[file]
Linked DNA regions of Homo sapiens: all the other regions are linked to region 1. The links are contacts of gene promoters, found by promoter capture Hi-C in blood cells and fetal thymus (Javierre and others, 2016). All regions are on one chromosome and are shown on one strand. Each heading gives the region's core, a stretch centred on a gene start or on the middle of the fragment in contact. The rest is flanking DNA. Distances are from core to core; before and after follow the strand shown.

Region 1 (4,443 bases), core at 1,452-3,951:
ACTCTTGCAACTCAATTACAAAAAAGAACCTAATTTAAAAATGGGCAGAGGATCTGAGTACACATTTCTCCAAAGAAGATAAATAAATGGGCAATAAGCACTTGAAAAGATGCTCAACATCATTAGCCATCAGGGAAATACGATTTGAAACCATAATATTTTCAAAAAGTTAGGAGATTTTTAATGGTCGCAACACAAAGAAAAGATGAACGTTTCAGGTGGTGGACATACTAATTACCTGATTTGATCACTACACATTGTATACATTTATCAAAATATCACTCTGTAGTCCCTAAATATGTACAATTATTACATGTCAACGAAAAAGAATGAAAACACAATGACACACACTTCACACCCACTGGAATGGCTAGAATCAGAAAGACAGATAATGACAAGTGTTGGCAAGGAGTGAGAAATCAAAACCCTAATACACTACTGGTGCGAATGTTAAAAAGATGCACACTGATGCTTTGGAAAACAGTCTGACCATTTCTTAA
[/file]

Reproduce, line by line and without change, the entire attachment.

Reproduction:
Linked DNA regions of Homo sapiens: all the other regions are linked to region 1. The links are contacts of gene promoters, found by promoter capture Hi-C in blood cells and fetal thymus (Javierre and others, 2016). All regions are on one chromosome and are shown on one strand. Each heading gives the region's core, a stretch centred on a gene start or on the middle of the fragment in contact. The rest is flanking DNA. Distances are from core to core; before and after follow the strand shown.

Region 1 (4,443 bases), core at 1,452-3,951:
ACTCTTGCAACTCAATTACAAAAAAGAACCTAATTTAAAAATGGGCAGAGGATCTGAGTACACATTTCTCCAAAGAAGATAAATAAATGGGCAATAAGCACTTGAAAAGATGCTCAACATCATTAGCCATCAGGGAAATACGATTTGAAACCATAATATTTTCAAAAAGTTAGGAGATTTTTAATGGTCGCAACACAAAGAAAAGATGAACGTTTCAGGTGGTGGACATACTAATTACCTGATTTGATCACTACACATTGTATACATTTATCAAAATATCACTCTGTAGTCCCTAAATATGTACAATTATTACATGTCAACGAAAAAGAATGAAAACACAATGACACACACTTCACACCCACTGGAATGGCTAGAATCAGAAAGACAGATAATGACAAGTGTTGGCAAGGAGTGAGAAATCAAAACCCTAATACACTACTGGTGCGAATGTTAAAAAGATGCACACTGATGCTTTGGAAAACAGTCTGACCATTTCTTAA